Leptons are elementary particles, which means that they are not made from any smaller particles.
There are six known types of lepton (12 if you count their anti-particles). Three of these are negatively charged particles: electrons, muons and tau particles. The other three are neutrinos, which are electrically neutral. There is a corresponding neutrino for each type of charged lepton, so we have the electron neutrino, the muon neutrino and the tau neutrino.
Leptons are a crucial part of the Standard Model of particle physics. Electrons are important components of atoms, while neutrinos flood the universe and are produced by nuclear fusion reactions in stars as well as by particle decay.
What is the Lepton Number?
An example of leptons involved in particle decay is the decay of a neutron. Neutrons are stable when bonded to other neutrons and protons in atomic nuclei, but when they are on their own outside of atomic nuclei they are unstable and decay after about 15 minutes into a proton, an electron and an anti-electron neutrino.
This decay reaction demonstrates a couple of the fundamental properties of leptons. First of all, it conserves a property known as the Lepton Number, which is defined by physicists at Georgia State University as the number of leptons minus the number of anti-leptons. A neutron is a baryon, not a lepton, so its Lepton Number is 0. Therefore its decay products must also add up to a Lepton Number of 0. The Lepton Number of an electron is 1, and the Lepton Number of an anti-neutrino is –1, hence they cancel and conserve the overall Lepton Number of the reaction.
Complicating things are the three families of leptons (electron and electron neutrinos, muons and muon neutrinos, and tau particles and tau neutrinos) and the rules of Lepton Numbers say they can't be mixed and matched. So, a neutron could never decay and produce an electron and an anti-muon neutrino, because they belong to different families of leptons.
However, once an anti-electron neutrino is produced from the decay of a neutron, the neutrino itself can change flavor into a muon or tau neutrino. This is referred to as neutrino oscillation and is described by physicists in Stanford University's Neutrino Group. Neutrino oscillations are the solution to the mystery of the solar neutrino problem, where it seemed that only a third of the expected number of electron neutrinos from the sun were reaching Earth. It turned out that they weren't vanishing, but oscillating into muon and tau neutrinos on their way here.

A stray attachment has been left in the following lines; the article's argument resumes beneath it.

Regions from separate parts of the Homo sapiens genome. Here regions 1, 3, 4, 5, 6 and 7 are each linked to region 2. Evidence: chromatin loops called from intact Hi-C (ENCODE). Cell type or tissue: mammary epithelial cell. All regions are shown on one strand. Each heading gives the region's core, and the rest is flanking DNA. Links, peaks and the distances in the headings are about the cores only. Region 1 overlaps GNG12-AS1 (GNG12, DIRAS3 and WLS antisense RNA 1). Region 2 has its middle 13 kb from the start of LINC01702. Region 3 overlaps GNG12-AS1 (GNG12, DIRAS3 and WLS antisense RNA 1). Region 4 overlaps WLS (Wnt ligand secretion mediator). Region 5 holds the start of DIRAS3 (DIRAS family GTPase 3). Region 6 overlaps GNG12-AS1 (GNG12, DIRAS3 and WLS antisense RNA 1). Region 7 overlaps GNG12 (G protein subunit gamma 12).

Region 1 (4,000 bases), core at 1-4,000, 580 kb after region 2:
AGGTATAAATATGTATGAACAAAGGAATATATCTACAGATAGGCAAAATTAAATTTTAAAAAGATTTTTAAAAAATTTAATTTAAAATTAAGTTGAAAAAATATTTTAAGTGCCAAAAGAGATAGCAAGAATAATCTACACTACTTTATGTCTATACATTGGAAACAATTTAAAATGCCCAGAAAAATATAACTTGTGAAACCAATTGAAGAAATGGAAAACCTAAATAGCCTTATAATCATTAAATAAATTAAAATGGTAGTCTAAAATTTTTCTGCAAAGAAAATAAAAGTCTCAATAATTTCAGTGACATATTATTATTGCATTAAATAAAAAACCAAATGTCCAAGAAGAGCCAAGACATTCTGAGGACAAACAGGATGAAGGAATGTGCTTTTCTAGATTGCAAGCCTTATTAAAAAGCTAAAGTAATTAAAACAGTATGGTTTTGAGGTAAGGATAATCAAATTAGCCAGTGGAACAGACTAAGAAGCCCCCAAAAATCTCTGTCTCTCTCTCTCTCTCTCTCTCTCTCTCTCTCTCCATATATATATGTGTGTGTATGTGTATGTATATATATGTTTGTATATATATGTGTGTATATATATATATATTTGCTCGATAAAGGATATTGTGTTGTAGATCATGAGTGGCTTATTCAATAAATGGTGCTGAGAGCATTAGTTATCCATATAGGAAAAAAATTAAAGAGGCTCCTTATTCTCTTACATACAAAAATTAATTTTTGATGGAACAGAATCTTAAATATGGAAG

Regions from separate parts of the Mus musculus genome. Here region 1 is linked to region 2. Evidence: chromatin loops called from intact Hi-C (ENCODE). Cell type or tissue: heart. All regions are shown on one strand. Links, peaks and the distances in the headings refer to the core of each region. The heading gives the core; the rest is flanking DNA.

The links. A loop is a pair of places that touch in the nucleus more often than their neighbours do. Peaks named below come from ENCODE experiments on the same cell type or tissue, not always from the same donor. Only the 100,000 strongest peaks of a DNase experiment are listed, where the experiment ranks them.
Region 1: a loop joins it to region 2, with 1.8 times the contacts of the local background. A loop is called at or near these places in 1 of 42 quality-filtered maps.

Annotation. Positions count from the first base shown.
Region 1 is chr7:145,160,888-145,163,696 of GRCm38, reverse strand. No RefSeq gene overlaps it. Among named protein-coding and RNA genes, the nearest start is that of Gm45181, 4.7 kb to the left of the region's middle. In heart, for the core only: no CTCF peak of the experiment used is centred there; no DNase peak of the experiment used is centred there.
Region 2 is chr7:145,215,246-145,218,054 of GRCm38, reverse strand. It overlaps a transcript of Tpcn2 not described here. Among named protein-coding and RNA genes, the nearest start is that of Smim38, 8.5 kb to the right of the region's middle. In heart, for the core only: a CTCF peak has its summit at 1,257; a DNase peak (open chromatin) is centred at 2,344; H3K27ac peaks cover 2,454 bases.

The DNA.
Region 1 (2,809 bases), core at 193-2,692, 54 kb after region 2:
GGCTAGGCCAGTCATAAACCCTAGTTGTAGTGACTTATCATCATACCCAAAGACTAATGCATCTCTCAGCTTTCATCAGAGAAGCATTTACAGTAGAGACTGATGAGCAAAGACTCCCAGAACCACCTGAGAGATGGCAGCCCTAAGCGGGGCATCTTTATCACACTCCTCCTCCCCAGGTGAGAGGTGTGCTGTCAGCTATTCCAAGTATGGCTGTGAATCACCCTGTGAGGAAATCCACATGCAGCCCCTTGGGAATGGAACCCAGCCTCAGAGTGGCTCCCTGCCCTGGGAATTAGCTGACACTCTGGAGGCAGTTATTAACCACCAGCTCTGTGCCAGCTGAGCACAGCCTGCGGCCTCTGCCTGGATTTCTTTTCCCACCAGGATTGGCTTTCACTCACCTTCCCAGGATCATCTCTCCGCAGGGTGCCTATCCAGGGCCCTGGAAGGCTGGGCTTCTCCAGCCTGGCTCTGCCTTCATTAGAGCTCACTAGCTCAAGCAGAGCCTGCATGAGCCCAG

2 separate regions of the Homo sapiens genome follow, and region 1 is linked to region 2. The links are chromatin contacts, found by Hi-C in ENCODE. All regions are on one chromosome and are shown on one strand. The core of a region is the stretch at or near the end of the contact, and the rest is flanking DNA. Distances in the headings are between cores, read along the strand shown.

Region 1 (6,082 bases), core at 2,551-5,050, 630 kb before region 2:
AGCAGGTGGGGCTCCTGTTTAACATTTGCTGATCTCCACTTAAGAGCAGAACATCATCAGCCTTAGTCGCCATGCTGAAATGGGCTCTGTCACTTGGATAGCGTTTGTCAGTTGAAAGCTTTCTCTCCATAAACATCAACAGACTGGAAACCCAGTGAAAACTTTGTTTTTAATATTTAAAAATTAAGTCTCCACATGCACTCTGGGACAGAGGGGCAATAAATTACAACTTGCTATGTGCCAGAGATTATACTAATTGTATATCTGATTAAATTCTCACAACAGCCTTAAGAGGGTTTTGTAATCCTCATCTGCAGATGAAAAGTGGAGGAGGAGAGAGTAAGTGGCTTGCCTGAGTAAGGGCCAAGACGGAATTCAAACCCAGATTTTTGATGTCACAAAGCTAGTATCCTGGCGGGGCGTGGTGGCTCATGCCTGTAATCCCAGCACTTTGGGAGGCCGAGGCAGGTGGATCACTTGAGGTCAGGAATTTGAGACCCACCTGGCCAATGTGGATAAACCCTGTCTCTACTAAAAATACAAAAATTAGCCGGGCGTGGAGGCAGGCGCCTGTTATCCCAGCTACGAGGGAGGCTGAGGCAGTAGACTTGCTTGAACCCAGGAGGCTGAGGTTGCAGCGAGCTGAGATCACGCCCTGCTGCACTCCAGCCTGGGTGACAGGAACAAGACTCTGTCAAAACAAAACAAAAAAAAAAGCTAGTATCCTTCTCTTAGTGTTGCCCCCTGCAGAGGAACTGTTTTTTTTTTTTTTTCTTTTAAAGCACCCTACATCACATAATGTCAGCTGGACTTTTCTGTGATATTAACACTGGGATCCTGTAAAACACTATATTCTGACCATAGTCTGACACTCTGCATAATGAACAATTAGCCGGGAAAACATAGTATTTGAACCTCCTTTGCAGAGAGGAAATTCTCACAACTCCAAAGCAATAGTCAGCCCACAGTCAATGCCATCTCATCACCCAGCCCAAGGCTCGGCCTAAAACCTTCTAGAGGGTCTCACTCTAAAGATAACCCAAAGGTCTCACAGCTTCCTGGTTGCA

Properties of leptons
The electron was the first lepton to be discovered, in 1897 by the British physicist Joseph John Thomson. An electron has a rest mass energy of 0.511 MeV (Mega electron-Volt) (which equates to 9.1 x 10^–31 kilograms). Electrons are important components of atoms, orbiting the nucleus of an atom composed of protons and neutrons. An atom will have the same number of electrons as it does protons, ensuring that the
positive charges on the protons and the negative charges on the electrons cancel out to create an electrically neutral atom. Many chemical processes are related to the presence of these electrons in atoms.
Muons were discovered in 1936 by Carl Anderson and Seth Neddermeyer, who were performing experiments with cosmic rays from deep space (Anderson had already discovered the electron's anti-particle, the positron, four years earlier). A cosmic ray is something of a misnomer — it's not a 'ray' but a particle of immensely high energy produced by violent processes in the universe such as quasars, supernovae and highly-magnetized supernova remnants. When cosmic rays enter Earth's atmosphere, they collide with atmospheric molecules and smash apart, producing a shower of daughter particles created in the collision. Muons are among these daughter particles, but they are short-lived, decaying back into an electron after just 2.2 millionths of a second. Fortunately, because they are traveling at almost the speed of light, they can reach the surface of the Earth before they decay, allowing scientists to detect them.